"Imitation Of Life" Is Released

Imitation of Life is a 1959 film directed by Douglas Sirk, adapted from Fannie Hurst's novel Imitation of Life, produced by Ross Hunter and released by Universal Pictures.

Starring Lana Turner, it is a remake of the 1934 Imitation of Life, the film also stars John Gavin and features Sandra Dee, Dan O'Herlihy, Susan Kohner, Robert Alda and Juanita Moore as Annie Johnson. Gospel music star Mahalia Jackson appears as a church choir soloist.

This version of Imitation of Life was director Sirk's final major film, and is considered among his best. In the film, Lora Meredith (Turner), a white widowed single mother with dreams of becoming a famous actress, takes in Annie Johnson (Moore), a black widowed single mother who becomes a nanny for Lora's daughter Suzie (Dee). Although Lora eventually becomes a successful stage and screen star, she sacrifices a healthy relationship with her daughter. In addition, Annie's light-complexioned daughter Sarah Jane (Kohner) causes her mother much pain and heartache as she attempts to pass for white and shuns both her heritage and her mother's love.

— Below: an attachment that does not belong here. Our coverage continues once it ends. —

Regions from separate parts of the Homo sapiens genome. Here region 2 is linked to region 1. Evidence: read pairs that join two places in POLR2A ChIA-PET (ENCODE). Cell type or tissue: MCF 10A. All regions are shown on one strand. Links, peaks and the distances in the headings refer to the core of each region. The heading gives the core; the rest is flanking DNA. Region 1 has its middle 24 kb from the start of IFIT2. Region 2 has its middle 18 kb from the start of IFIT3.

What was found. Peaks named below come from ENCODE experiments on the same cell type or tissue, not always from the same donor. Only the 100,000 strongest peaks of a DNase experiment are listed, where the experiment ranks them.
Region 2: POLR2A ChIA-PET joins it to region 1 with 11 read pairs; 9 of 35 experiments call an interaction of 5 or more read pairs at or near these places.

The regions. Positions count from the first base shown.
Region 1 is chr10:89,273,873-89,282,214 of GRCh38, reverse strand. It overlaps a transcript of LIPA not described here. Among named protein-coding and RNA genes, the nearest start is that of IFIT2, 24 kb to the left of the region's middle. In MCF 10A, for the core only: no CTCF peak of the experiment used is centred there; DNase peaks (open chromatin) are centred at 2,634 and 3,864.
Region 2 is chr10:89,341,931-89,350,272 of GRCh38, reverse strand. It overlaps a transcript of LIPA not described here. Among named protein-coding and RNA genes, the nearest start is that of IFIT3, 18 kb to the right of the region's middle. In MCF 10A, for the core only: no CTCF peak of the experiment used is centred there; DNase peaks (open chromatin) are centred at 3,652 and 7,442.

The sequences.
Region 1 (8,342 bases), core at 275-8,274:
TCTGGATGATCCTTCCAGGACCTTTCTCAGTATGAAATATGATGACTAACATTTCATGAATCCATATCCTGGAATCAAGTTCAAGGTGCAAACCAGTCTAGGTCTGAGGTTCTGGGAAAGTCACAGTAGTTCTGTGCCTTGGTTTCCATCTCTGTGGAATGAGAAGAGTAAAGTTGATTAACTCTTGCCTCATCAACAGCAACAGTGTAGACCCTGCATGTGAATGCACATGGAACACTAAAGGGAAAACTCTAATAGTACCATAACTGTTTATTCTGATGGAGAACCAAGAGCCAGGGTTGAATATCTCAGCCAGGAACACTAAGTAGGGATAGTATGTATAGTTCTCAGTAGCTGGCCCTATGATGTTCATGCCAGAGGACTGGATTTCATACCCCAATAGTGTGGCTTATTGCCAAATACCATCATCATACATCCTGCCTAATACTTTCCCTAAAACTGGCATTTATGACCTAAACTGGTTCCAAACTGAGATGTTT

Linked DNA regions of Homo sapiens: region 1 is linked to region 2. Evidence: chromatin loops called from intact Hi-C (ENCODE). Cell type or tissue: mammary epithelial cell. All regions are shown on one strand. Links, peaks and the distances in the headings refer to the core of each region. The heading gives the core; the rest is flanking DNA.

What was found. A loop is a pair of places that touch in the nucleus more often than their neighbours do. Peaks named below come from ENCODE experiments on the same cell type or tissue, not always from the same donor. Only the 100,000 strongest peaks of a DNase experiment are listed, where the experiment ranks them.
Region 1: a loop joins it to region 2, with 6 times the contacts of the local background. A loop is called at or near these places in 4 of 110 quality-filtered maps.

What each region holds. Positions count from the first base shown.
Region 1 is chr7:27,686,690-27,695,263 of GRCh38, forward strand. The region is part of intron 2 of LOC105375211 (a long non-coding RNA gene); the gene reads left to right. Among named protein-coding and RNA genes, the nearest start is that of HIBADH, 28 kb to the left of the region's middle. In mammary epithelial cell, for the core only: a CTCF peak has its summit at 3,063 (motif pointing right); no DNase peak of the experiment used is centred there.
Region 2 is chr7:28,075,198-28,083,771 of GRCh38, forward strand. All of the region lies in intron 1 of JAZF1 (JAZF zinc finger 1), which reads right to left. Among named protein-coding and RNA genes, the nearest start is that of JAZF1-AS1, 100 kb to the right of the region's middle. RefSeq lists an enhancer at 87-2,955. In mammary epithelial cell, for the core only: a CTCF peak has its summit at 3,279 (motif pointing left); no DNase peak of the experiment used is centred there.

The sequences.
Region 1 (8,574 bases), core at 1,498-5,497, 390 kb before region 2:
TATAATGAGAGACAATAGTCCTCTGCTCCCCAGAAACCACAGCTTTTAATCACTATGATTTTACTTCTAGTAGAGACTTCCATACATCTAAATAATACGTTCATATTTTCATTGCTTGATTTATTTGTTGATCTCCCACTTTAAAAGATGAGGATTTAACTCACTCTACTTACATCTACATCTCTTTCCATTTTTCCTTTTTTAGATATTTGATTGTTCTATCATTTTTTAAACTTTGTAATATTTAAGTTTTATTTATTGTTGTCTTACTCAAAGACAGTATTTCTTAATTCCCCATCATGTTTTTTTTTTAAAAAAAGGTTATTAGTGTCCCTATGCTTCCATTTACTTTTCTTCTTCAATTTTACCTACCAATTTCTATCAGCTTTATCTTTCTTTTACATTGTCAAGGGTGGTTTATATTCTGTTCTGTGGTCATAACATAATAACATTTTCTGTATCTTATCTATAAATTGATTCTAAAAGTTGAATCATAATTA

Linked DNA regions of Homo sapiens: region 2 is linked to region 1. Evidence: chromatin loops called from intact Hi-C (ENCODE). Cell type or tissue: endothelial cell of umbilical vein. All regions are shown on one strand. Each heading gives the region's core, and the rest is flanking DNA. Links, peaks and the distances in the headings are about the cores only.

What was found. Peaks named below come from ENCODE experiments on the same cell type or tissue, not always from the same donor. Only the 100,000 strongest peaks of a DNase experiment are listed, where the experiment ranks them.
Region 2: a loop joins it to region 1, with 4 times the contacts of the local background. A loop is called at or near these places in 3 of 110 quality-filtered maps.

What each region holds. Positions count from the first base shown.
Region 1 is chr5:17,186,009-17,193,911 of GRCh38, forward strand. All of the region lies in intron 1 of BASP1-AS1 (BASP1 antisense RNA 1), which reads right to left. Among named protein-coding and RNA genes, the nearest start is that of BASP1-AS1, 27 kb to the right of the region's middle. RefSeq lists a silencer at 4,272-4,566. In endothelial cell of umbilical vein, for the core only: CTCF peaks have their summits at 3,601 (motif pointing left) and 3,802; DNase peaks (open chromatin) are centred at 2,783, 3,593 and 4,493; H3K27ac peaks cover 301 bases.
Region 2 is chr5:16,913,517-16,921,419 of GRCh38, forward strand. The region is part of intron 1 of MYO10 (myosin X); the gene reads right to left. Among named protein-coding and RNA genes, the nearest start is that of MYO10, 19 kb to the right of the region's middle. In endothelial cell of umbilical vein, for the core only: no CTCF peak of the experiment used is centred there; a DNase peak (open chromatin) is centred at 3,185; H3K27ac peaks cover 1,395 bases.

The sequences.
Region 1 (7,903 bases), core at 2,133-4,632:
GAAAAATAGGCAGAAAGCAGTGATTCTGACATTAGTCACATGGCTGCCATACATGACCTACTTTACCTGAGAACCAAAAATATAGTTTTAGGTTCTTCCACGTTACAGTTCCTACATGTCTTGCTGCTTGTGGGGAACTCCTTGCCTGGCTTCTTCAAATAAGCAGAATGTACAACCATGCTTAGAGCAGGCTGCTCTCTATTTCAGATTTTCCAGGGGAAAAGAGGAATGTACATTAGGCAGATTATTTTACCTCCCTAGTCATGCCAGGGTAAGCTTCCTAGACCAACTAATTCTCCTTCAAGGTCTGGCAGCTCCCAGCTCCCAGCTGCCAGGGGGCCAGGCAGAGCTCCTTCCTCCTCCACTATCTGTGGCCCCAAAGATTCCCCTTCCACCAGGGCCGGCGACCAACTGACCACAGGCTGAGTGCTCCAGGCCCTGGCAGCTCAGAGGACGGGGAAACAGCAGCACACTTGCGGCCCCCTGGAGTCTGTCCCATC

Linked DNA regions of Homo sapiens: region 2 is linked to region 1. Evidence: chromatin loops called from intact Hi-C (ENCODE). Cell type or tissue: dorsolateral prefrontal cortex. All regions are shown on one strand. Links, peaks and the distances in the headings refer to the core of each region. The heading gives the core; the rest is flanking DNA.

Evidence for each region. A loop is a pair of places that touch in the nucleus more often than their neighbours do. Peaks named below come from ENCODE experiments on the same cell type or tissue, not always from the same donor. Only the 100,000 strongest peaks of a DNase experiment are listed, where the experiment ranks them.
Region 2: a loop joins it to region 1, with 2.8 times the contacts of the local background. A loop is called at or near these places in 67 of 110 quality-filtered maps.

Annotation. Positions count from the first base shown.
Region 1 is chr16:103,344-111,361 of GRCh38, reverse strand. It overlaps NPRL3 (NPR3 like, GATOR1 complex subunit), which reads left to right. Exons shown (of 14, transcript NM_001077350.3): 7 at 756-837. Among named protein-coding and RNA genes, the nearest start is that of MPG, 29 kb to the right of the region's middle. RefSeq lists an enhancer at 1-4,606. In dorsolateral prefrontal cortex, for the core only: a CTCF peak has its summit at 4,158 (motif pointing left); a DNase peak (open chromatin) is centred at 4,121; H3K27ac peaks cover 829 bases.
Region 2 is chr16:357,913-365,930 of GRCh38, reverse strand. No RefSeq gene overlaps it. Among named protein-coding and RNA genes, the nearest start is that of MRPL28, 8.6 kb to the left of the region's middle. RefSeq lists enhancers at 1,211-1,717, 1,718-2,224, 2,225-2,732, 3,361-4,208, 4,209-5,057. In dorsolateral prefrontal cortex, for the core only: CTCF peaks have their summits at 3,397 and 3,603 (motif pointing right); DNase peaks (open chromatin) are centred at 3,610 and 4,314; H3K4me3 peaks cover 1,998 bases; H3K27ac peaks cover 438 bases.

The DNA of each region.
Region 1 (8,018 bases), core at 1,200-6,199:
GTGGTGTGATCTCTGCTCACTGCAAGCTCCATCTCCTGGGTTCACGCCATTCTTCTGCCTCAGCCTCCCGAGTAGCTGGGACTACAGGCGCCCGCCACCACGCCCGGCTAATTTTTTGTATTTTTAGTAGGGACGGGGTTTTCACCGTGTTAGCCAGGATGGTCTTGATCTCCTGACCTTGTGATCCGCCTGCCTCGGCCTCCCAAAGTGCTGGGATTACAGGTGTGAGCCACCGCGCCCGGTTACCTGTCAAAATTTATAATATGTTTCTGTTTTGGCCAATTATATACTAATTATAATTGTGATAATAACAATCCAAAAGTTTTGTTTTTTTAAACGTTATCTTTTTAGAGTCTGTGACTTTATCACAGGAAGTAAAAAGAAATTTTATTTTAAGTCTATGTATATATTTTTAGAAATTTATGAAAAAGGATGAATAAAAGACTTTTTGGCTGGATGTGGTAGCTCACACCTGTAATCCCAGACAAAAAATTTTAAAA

This glamorized remake of the 1934 film Imitation of Life bears only a passing resemblance to its source, the best-selling novel by Fannie Hurst. Originally, the heroine was a widowed mother who kept the wolf from the door by setting up a successful pancake business with her black housemaid. In the remake, Lana Turner stars as a would-be actress who is raising her daughter on her own. She chances to meet another single mother at the beach: African-American Juanita Moore. Moore goes to work as Turner's housekeeper, bringing her light-skinned daughter along. As Turner's stage career goes into high gear, Moore is saddled with the responsibility of raising both Turner's daughter and her own. Exposed to the advantages of the white world, Moore's grown-up daughter (Susan Kohner) passes for white, causing her mother a great deal of heartache. Meanwhile, Turner's grown daughter (Sandra Dee), neglected by her mother, seeks comfort in the arms of handsome photographer John Gavin. When Moore dies, her daughter realizes how selfish she's been; simultaneously, Turner awakens to the fact that she hasn't been much of a mother for her own daughter, whose romance has gone down the tubes. ~ Hal Erickson, All Movie Guide